Cambridge HPS Twentieth Century Think Tank, Easter Term 2015

April 30-May 14, 2015, University of Cambridge, University of Sydney

Twentieth Century Think Tank

The Twentieth Century Think Tank (TCTT) offers broad coverage of 20th- and 21st-century topics in the history, philosophy and sociology of science, technology and medicine. The regular programme of papers and discussions takes place on Thursdays over lunch, on alternate weeks with the Twentieth Century Reading Group (which meets this term on 7 and 21 May).

Easter Term 2015

Think Tank meetings are held on Thursdays, 1–2pm in Seminar Room 2, Department of History and Philosophy of Science, Free School Lane, Cambridge, CB2 3RH.

30 April 2015

Dmitriy Myelnikov (HPS, University of Cambridge)

Bypassing the Brave New World: Reporting transgenic mice in the early 1980s

The first transgenic animals – mice modified with foreign DNA at the one-cell embryo stage – were born in the USA in 1980, amid intense debates about genetic engineering and the fledging biotech industry. From the beginning, these mice led an active public life. On the same day their birth was announced at a conference, the readers of the New York Times could learn about the experiment from the front page. Genetic modification of mammals was something most biologists had presented as a distant possibility, but despite the general climate of distrust towards genetic engineering seen in US opinion polls, the new mice were not reported as threatening. Rather, most commentators hailed these animals as a biomedical breakthrough. News from other labs soon followed, as did journal publications, opinion pieces and cover photos. In the process, the identity of transgenic mice as a working experimental tool with great potential benefits was established. How did this tangle of communication, increasingly the default for high-stakes innovation in the 1980s, make transgenic mice a success? How did scientists and universities handle broad audiences, and did they benefit from active communication? And what contemporaneous trends in science journalism allowed these mice to become a largely unproblematic breakthrough?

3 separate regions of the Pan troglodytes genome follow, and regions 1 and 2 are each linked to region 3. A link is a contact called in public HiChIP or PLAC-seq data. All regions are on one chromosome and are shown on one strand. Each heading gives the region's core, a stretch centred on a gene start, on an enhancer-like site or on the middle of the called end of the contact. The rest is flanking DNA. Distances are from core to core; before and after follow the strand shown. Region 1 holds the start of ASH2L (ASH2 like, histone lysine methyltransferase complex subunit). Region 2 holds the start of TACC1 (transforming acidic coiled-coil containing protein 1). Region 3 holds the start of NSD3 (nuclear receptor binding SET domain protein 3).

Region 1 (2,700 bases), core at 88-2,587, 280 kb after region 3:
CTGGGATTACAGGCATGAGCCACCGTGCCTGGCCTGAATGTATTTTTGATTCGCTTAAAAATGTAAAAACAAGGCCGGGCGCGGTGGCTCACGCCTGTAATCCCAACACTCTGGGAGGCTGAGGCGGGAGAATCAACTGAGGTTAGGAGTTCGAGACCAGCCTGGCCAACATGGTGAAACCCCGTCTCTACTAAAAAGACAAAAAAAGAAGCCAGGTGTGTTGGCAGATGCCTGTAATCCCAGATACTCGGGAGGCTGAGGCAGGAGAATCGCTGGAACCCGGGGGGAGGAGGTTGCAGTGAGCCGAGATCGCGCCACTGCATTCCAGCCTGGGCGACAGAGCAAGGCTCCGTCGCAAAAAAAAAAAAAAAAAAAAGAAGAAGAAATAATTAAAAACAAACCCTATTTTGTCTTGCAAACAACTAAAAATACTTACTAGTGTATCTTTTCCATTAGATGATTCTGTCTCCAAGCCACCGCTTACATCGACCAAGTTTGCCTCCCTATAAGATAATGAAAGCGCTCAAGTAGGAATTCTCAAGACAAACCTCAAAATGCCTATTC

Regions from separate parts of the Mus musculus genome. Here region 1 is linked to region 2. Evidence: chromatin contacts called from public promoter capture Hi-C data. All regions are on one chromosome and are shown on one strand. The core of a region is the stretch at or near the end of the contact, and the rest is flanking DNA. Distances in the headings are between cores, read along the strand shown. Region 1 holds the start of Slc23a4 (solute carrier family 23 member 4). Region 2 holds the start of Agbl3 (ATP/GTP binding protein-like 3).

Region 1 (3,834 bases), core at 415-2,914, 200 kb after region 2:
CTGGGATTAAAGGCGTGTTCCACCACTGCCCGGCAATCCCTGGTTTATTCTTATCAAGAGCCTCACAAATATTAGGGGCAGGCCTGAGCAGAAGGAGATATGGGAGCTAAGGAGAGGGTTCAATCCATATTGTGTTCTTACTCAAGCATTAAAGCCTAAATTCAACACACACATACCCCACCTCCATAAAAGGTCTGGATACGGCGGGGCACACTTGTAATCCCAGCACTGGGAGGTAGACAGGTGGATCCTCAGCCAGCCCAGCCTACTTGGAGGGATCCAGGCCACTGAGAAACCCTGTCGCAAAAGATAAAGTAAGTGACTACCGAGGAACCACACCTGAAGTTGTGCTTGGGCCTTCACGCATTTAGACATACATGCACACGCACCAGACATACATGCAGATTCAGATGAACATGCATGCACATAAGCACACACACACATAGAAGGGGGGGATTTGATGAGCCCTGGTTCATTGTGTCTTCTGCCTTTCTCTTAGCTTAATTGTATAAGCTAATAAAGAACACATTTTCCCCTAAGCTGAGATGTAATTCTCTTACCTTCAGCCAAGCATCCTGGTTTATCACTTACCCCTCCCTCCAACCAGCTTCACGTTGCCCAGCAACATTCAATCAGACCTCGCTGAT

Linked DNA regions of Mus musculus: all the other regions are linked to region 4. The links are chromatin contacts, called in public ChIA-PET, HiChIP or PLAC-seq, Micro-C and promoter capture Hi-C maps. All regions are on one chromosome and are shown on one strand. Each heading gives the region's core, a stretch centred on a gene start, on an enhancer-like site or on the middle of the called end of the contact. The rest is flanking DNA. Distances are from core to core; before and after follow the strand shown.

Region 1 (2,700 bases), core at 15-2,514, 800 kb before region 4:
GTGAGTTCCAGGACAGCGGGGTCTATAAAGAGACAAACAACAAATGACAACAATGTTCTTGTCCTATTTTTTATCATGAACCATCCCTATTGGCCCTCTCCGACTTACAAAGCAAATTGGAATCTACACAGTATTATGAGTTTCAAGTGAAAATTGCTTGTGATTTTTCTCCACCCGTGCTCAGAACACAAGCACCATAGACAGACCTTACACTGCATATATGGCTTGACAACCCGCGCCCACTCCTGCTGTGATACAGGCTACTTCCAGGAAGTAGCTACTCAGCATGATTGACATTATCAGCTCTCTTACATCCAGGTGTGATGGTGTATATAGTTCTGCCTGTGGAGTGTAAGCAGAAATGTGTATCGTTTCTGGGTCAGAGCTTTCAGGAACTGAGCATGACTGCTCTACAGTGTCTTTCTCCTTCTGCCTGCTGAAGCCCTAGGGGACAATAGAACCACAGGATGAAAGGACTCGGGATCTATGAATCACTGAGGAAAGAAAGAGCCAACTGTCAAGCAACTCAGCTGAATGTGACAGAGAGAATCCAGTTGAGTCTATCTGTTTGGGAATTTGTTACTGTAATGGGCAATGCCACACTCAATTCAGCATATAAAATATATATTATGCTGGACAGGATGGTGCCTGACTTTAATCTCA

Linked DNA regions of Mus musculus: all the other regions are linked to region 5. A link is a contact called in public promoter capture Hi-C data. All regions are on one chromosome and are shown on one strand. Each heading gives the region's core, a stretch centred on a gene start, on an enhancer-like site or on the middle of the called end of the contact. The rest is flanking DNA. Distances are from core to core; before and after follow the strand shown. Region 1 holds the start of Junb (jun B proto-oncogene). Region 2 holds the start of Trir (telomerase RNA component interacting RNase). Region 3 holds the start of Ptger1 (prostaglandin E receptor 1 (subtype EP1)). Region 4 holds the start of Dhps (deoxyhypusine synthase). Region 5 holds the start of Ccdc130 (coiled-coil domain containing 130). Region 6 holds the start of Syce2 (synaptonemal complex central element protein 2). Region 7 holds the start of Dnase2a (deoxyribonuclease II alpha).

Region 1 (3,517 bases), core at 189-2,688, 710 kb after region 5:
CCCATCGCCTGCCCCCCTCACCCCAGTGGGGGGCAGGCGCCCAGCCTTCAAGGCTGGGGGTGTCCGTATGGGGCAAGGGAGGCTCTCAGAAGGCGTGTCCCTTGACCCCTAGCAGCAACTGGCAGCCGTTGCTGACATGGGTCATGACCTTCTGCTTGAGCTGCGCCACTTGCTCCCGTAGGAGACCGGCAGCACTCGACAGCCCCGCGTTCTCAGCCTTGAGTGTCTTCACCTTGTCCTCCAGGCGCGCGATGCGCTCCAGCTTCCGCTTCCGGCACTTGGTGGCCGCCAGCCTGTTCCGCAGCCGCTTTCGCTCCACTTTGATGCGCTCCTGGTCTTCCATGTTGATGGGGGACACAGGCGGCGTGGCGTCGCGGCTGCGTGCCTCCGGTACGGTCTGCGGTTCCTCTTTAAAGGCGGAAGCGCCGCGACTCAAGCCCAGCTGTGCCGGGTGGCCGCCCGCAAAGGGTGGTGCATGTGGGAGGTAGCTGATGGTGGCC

14 May 2015 (1:00-2:45 pm)

Warwick Anderson (University of Sydney)

Intolerant Bodies: On biological individuality and writing with scientists

In this meeting Warwick Anderson leads an informal discussion of his recent bookIntolerant Bodies:  A Short History of Autoimmunity, co-authored with Ian R. Mackay. Anderson is particularly interested in two issues, how to collaborate with a scientist in writing historical narratives, and the meaning of biological individuality (especially self-tolerance) in the 20th century. For a discussion of the latter, see his feuilleton on tolerance at; the book’s website is at and Hopkins offers a 30% discount with the code: HNAF (we’ve been told to spread the word). Participants should have read the book; chapters are excerpted in Isis 105 (2014) and Journal of the History of Biology 47 (2014).

Posted: April 25, 2015